“We’re allowing viewers to influence content — it’s not user-generated content, but letting viewers influence the content so we retain some control, and it’s more enjoyable than when viewers are 100% in control,” Tiles said. Such programming includes the interactive series “Star Trek 2.0,” where viewers can play the “Spock Market” real-time stock exchange, learn obscure facts that are streamed during the episode and chat about the show, and the upcoming “Star Trek: The Next Generation 2.0.” Tiles said G4 is looking to do something similar with its recent acquisition, “Cops,” as well.
Tiles added that studying how the network’s target demo of males 18-34 consumes media — on multiple platforms — offers an insightful peek into the future. “It’s akin to peering into the future because this is how every demo is going to be consuming media in the future,” he said. “It’s a valuable learning lesson.”
From their Web site, here is a description of G4’s target market: “G4 embraces the male 18-34 audience and their fascination with video games, the Internet, broadband, technology, comics and animation. Additionally, G4 provides breaking news and insider opinions on these topics as well as the broader culture young men are interested in.”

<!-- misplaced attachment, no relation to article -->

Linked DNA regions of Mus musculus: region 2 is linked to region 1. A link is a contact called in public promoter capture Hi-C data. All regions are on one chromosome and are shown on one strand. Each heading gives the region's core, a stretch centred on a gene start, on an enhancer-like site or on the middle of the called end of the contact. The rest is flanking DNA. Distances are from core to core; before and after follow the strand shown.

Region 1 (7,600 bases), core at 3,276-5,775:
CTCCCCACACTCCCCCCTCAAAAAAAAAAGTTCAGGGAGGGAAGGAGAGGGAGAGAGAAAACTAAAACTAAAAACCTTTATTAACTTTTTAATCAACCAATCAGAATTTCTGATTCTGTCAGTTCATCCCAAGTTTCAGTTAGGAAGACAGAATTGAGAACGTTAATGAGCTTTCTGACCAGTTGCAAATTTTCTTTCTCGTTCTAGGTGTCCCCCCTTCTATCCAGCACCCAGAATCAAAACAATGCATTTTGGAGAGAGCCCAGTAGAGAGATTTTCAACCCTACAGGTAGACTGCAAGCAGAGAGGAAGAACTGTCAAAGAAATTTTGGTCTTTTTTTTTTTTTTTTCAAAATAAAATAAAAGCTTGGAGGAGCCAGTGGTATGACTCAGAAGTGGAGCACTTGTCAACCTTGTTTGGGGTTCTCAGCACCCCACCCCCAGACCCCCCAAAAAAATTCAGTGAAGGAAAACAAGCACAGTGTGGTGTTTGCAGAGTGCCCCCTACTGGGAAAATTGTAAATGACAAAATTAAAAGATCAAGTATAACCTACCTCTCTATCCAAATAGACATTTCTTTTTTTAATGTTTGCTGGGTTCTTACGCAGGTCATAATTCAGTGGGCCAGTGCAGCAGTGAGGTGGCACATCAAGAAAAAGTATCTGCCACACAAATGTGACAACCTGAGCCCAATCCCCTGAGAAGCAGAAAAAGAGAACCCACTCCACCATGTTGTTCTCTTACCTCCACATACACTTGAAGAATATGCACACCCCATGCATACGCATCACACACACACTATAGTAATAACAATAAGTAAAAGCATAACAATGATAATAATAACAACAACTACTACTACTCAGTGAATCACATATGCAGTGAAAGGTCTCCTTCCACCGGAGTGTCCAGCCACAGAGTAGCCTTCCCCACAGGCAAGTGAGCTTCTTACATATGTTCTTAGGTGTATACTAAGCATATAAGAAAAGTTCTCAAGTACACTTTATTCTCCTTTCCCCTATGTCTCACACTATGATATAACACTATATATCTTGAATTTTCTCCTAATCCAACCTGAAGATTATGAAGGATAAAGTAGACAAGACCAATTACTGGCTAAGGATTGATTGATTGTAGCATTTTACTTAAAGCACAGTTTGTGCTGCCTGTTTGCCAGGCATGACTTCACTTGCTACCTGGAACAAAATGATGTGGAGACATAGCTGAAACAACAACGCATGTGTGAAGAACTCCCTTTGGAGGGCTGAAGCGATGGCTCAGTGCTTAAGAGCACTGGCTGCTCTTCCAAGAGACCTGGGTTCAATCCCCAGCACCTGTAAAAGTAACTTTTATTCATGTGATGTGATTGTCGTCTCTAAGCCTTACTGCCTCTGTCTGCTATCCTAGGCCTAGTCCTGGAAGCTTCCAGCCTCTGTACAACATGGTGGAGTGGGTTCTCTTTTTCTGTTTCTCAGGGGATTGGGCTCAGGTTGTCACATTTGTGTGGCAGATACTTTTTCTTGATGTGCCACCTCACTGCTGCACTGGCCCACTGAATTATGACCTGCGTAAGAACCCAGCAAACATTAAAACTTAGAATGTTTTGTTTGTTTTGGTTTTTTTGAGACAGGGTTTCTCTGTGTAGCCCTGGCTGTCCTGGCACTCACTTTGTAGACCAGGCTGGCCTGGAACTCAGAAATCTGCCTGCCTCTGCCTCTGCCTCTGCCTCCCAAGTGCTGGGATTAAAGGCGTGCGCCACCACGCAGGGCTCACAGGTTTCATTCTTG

What it means: a couple of insights: first, I love the concept of user-influenced content as opposed to user-generated content. It’s much more reassuring to traditional media companies. It’s also a good way to start leveraging user content without “giving inmates the keys to the asylum”. Even Digg.com has moderators! Second, I like how G4 is trying to leverage interactive media as a support to it’s linear programming. Given their current legal constraints with the shows they’ve picked up (can’t broadcast on the Internet, bla, bla, bla), it’s the best they can do at this point as they don’t own much of their current programming. So, in effect, their interactive media is actually becoming original programming!